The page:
However, it is done,and we added many new features. Some are ready for a need to change what group people belong to and the permissions of that group. Some are already there. Some need a new feature change in the next sprint to move from a table to a bar chart.

On other things, I was writing Acme::Hardware::Light::Bulb and Acme::Hardware::Light::Bulb::Change, since at PerlMongers last week, Michael and I couldn't find any modules relating to changing a light bulb.

We started it last week, and then I finished it over the week. Complete with96.7% test coverage, and completely happy with Test::Perl::Critic, and POD/distribution test coverage.

I tried to tarball it and mail it around, but for some reason the tar files would unpack.

I then went to upload to sourceforge via SVN, and ...

... accidently deleted the whole directory --AAHHH!

Exactly what svn/cvs is supposed to help prevent, I did whilst trying to put it in there. It was due to my own stupidity though. I did a mv instead of a cp within my dev area, and then deleting that moved directory to try again did me in. Note to self: NEVER mv a whole directory.

Anyway, I have resurrected the modules and all the critic stuff. I just need to rewrite the tests. However, it is all available on sourceforge should you wish to check it out.

Once completed, I will look to adding it to CPAN.

Enough for now. Back to my main job.


Wednesday, 9 January 2008

1 week left of the sprint to 7.0

So, 1 week left of the current sprint. Deployment of 7.0 is scheduled for next weds.

Manipulating to increase the level of the loader was not difficult. Putting it into the profile of the user, just a submit button to "promote", with the next level as a hidden field. Then in the tt2 template, a wrapper to ensure that the button isn't generated if the user him/herself is the viewer (we don't want users promoting themselves), or that they are already at "Gold" standard.

So, on to writing tests to exercise the code. We aren't doing to much test-driven development (SHOCK HORROR!), but rather writing the tests afterwards and using Devel::Cover to ensure it is as full as possible. (When FireWatir is improved, I may start looking at that for testing the web interface, but at the moment, it is just Test::More unit tests)

It is quite amazing how quickly the time can go still when writing tests. It isn't the sexiest of topics, but it is good to know that the code we are writing is able to be checked, in case something down the line changes it.

I am opting for writing new test units for each of the additions I have written, rather than adding them in to previous units. This may mean an additional time overhead when running the tests, but I have found it easier when they fail to see via the name of a unit what the problem is (which is reported at the end of the make test output) as well as via the name of the test itself (assuming you have verbose switched on).

So, over the last 3 working days, I have enabled a loader to be assigned a level, and tested that the level can be found for a user who is in the loading group, and that it is displayed in the right places.

Just need to tidy up a couple of extra options and we should be ready for deployment.

Bye for now

Thursday, 3 January 2008

Database manipulation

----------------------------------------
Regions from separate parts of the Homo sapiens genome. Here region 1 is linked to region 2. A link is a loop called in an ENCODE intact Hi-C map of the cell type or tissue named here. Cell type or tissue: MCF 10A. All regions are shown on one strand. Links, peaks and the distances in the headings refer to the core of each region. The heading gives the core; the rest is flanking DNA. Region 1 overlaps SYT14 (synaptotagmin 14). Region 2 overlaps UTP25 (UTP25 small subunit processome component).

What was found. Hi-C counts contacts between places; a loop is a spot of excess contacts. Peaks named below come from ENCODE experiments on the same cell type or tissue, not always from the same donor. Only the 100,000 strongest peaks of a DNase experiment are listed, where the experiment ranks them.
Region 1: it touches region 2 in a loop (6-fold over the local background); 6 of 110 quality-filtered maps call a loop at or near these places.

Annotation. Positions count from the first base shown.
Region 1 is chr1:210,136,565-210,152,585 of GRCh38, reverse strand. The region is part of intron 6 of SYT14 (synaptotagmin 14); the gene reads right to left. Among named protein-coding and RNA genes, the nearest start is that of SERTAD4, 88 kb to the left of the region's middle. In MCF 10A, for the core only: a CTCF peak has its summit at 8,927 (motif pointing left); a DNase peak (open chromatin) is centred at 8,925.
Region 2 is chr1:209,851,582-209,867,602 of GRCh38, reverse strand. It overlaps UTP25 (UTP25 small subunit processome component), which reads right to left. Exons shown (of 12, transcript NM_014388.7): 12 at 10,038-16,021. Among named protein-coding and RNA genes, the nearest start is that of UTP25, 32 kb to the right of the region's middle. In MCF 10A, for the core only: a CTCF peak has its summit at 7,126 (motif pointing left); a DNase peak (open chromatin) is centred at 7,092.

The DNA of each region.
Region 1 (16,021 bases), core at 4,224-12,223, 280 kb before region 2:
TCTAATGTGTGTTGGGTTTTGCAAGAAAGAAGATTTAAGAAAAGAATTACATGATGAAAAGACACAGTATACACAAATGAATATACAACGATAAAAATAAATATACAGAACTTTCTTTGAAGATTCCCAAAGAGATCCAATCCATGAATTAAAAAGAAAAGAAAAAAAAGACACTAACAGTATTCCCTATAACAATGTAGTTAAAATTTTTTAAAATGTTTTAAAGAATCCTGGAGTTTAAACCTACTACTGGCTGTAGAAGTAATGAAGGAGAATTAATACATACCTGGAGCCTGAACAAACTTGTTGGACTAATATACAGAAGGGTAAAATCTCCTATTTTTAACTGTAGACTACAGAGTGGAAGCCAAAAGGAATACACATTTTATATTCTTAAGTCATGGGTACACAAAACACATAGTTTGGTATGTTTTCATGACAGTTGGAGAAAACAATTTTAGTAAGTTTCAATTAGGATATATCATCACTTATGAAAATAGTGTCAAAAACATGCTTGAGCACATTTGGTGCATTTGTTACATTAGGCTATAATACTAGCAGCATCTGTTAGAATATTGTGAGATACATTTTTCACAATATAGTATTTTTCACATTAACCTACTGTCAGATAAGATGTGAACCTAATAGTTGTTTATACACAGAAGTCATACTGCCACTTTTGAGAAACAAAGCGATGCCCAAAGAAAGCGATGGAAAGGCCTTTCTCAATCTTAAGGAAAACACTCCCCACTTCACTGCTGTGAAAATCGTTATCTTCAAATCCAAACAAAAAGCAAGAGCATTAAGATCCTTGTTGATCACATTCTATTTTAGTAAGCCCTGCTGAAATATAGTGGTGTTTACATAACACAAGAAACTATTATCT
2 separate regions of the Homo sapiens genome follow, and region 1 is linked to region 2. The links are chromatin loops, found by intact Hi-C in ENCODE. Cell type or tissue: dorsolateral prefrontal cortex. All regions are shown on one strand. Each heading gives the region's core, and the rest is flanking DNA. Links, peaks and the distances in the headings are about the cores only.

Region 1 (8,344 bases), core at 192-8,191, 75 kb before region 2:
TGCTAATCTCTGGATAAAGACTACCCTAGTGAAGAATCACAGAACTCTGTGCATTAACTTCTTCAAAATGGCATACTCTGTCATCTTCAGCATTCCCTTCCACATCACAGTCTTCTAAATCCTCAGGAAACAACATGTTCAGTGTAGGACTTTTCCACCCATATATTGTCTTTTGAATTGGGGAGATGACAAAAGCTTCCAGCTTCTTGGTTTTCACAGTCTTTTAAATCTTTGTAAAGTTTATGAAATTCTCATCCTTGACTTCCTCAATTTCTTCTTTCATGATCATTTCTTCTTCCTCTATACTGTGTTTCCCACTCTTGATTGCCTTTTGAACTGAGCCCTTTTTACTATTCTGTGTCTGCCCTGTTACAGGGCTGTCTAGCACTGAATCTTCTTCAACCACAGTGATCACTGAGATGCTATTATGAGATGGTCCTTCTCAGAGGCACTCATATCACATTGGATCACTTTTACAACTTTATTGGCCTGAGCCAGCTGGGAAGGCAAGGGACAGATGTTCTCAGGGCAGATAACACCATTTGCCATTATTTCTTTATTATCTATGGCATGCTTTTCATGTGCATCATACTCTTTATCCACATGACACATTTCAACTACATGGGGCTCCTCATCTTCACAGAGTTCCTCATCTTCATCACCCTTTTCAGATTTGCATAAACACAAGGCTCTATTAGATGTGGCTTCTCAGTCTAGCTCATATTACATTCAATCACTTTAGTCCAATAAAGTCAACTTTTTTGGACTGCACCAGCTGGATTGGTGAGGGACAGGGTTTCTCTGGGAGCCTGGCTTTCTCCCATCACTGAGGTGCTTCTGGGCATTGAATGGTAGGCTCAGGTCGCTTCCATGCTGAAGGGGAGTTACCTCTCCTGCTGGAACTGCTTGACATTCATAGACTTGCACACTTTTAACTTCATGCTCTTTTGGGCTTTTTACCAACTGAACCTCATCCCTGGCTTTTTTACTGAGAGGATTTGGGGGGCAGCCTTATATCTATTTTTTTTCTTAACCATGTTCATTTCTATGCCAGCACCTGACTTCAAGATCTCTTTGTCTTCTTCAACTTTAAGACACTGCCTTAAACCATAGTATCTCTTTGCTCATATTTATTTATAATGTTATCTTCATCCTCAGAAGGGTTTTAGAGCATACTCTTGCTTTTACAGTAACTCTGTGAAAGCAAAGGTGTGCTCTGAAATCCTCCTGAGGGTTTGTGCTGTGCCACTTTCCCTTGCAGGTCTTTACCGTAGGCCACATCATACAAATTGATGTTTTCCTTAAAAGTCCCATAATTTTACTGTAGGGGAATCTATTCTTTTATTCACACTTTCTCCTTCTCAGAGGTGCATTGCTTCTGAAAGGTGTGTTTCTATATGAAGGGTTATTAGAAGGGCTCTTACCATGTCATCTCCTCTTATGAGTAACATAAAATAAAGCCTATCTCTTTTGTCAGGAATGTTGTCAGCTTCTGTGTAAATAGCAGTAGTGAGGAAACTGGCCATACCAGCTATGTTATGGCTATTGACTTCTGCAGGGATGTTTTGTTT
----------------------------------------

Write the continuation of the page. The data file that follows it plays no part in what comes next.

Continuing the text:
So, the time has come to start looking at the SQL in the models.

Simple premise - Loaders are tested and move through grade to be either Bronze, Silver or Gold.

Now a loader is a user, but a user isn't necessarily a loader. A loader is a user who also belongs to "Loading" group, but he/she can also be in other groups.

So I decided, and got my boss's agreement, that we should add the level to the joining table between id_user and id_usergroup (user2usergroup).

This makes it fun though as no programmatically where do I call for the level.

In model user2usergoup - but how do I know the user id. I only want the one!
In model usergroup - but there are many members of the group!
In model user - but the user can be in many groups.

I have opted (today) to go for model user, choosing to specify the id of the usergroup, and write my sql to call out of the joining table with the known $self->id_user().

It works, and with the templating system, selects the correct Medal icon for the level.

Tomorrow, its onto a new page to assign a level to a loader (assuming the forecasted snowfall doesn't hinder me). Although, I do now have the whole thing downloaded onto my MacBook, so I can do some work without internet connections. (Would need to hope that my littl'n will let me though).

That all for today.

Wednesday, 2 January 2008

A new year, a new start

Well, here we are. A new year. This is looking to be the most exciting for me yet, as it's the first one in a new home, and as a fully fledged programmer.

Also, Perl 5.10 is now out there. I don't know what that will entail where I work at the moment, but some
of the new features look good.

Just used Devel::Cover for the first time today. It produces some good results, and has set us up for a plan a few release cycles down from here (if the feature requirements ever slow down). Better coverage. We did have very good coverage for a while, but things slow down and you get the job of doing the work above doing the tests. However, our coverage is still very good. Just some room for improvement.

Also, I have discovered the joys (or lack of them) of ssh-ing files into databases, over wireless connections. My Mac is still tied up doing this after 4hrs. Fun and games all round then. Think I'll be leaving that to do it's stuff overnight then.

Programming today has been little, but necessary. We have agreed a release schedule to try to stick to, to ensure good releases and done when expected. Agile development with Scrum! It's the way forward.
Luckily my Boss doesn't need to sell this to me, as someone did that last Summer anyway, but I think it's good, and for any of you out there not doing it, Why? Read some of the Pragmatic Programmer (Hunt and Thomas) and Xtreme Programming (Beck) if you need more.

Anyway, end of the day for me now. Back tomorrow.

Info on Perl 5.10 can be found via and Devel::Cover from the CPAN.